You first appeared to me as a nice smile...

Selected Poems


 

Progression

In January, an exacerbation changed their course.
He fought alone for awhile
keeping the secret like a broken charm.
When finally he shared the truth,
they changed a business plan to something smaller.

He was elected (and resigned) from a post of stature.
He walked barefoot the last time
through fallen rose canes
learning his own pain is something he can’t feel.
They almost went to see the Cubs play.

Seven months of one day weekends
took Saturday rituals away.
They made love on occasion, never slept in,
washed laundry on work days, and fell
exhausted into a two week paradisical vacation.

They swam, sunned, made love, and ate
without care for those weeks in St. Lucia
that feel so long gone as almost imagined.

They saw doctors more than family.
Blood tests became something to fear.
He switched from Avonex to Rebif,
from Rebif to nothing,
from nothing to Avonex to nothing
to Copaxone, and back to nothing at all.
She learned to give injections and felt,
at last, hopeful that she was helping.
Now she checks his feet for unknown dangers
and reminds him to take his pills.

They took one last agonizing business trip
to see a friend; the secret now like luggage.

And they bought their final home.
A place she knows well
in the wood of both future and past.
Its view will shape them both.
So much there to learn. Much too to hope for.
Here they breathe and begin again.

 

Exacerbation

I’ll sleep next to you
for the days I am given
not knowing if
cold or ambition
will reach first for us.
No thing is absolute
and in such
I find a certainty in you.

Under winter, you will sleep
and I will wish you
fields of wisdom
guessing at what you would seek:
a day with certain footing
whispers of calm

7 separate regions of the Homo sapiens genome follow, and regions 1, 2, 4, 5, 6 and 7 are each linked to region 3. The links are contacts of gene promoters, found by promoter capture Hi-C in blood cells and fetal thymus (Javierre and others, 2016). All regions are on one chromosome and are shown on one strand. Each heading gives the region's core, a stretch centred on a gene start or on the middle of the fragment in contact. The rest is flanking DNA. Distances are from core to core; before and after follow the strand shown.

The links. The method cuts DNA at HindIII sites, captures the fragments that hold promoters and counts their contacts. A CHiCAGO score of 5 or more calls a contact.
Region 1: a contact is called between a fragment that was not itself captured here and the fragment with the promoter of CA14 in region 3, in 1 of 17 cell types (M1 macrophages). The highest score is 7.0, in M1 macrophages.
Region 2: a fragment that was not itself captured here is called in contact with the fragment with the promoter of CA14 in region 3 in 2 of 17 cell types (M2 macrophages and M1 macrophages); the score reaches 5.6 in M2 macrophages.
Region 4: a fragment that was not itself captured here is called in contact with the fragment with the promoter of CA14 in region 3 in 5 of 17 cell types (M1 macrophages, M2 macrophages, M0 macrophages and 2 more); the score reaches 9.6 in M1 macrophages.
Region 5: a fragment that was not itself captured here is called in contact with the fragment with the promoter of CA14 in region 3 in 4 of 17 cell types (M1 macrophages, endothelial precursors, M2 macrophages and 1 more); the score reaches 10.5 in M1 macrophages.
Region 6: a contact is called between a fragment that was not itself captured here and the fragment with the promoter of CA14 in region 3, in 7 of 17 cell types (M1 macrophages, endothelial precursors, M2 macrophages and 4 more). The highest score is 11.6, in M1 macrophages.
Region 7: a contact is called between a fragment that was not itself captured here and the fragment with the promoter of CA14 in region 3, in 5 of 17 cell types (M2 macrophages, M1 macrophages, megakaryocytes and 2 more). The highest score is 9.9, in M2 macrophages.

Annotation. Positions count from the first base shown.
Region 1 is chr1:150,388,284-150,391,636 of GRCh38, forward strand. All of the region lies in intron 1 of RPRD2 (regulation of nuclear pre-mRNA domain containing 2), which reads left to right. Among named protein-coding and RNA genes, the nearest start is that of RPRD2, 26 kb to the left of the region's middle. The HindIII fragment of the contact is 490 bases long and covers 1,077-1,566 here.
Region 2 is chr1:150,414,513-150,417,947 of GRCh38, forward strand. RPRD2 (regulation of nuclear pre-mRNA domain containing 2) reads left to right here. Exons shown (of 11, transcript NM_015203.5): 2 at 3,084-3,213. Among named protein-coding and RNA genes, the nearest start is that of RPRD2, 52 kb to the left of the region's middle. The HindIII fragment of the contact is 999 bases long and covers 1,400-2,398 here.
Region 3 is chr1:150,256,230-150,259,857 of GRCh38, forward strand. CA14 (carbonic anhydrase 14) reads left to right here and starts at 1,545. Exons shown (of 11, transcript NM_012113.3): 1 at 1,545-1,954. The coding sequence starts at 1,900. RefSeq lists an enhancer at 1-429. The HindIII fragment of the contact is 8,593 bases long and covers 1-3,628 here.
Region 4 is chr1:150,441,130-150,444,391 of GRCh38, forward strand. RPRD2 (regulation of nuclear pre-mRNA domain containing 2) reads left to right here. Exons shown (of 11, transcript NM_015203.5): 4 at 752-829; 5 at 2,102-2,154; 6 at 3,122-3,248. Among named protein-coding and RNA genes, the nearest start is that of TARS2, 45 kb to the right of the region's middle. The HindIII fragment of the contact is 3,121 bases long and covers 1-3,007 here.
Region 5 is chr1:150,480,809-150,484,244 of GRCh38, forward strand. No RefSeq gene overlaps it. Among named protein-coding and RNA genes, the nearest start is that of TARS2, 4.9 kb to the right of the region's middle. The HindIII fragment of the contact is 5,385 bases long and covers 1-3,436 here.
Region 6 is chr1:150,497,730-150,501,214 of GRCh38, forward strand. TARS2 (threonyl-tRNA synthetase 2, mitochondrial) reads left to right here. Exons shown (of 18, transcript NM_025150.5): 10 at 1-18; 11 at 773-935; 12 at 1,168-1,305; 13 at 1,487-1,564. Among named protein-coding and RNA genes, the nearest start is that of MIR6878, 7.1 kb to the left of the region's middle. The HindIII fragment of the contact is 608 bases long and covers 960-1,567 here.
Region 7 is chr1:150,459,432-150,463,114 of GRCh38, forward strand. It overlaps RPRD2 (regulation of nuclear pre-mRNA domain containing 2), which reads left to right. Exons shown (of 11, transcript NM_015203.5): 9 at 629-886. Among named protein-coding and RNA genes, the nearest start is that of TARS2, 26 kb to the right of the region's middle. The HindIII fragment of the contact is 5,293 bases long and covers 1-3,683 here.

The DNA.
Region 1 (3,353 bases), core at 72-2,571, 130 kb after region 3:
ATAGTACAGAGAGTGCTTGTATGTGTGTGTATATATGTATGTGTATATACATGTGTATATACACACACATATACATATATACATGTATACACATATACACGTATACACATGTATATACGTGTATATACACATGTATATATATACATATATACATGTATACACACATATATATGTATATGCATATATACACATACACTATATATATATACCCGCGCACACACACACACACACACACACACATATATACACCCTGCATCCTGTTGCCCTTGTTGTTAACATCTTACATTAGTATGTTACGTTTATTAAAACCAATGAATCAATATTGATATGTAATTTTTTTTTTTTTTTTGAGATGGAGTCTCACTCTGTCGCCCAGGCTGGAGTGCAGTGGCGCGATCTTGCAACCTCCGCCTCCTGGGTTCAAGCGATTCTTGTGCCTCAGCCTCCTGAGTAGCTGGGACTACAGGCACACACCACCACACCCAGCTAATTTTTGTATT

shoulders unburdened by words
a place held open by my heart.

I’ll not sleep; tonight, I will reach
for cold and certainty
amid fields of empty footing,
the place you’ll hold open
in my heart.

 

Late Harvest

You first appeared to me as a nice smile,
a shuffling gait, keen humor, summer eyes, and
a boy’s voice drenched in southern chocolate.
I waited out the winds, the leaves, a midnight’s witness,
writhing ‘neath the swish and wonder of such impossibility
to think once more of you, your fading tan ringless hand
and insistence on sandals in winter.

This impulse, wanton harvest, wards off
white chills with lashes so lush I see
only halos of laughter ‘round my mouth,
and though I know I’ve no time for such
gathering, for falling like autumn into more
than a crush, my body warms against imagined hands,
liquid petals, and thoughts of replanting.

After the Fire

Trees greened just the same.
Shade cast off felt as cool as any other could.
And it didn’t really matter that fire stripped us
of olive-crayons for making hopscotch boxes;
the new wallboard hunks left behind at day’s end
drew better lines that would wash away
with dad’s nightly watering and save us the yelling.

What mattered was playing.
Something common to do with ourselves,
to make outside last a while longer.
Chalk-scotch wasn’t the first.

I drew a court on Julie’s slab.
She had a wall left and if the ball bounced out
it was into our yard. And the hours of hitting did more
than fill time. They filled sound.
With three houses left of seven, echoes didn’t happen.
Sound flattened and no one bemoaned summer children late and loud.
The sounds of a tennis ball’s slap, wooden racket’s clack,
even the sketch of a sticky shoe thick from sifting concrete clean,
bothered no one. Neighbors are only neighbors when
they are there to bother.

On Tami’s slab, I drew my first blueprint.
After all, I knew her house by heart.
Where the kitchen went, the den, how much hall
to pace, where windows should go.
I drew the dune buggy, the bunk beds,
even the chair where Randy sat in the garage
behind the avocado Chevy wagon and drank
R.C. and listened to the Dodgers play.
The only thing missing was the roof. And the walls.

Kelly’s was the worst. Her dad
was a fireman, a paramedic, and there was nothing
in the ash to show how he tried to be a good father.
Her’s was the first lot we cleared, but shovels
and buckets lifted only sticky remnants
of her growing up, broken edges of normal.

On Caroline’s we found a melted safety box,
a porcelain cup, and a kitchen towel. This once
we got lucky.
Her house exploded, then burned.

© Copyright Tracy Ann Teel          Design by Gray Space Design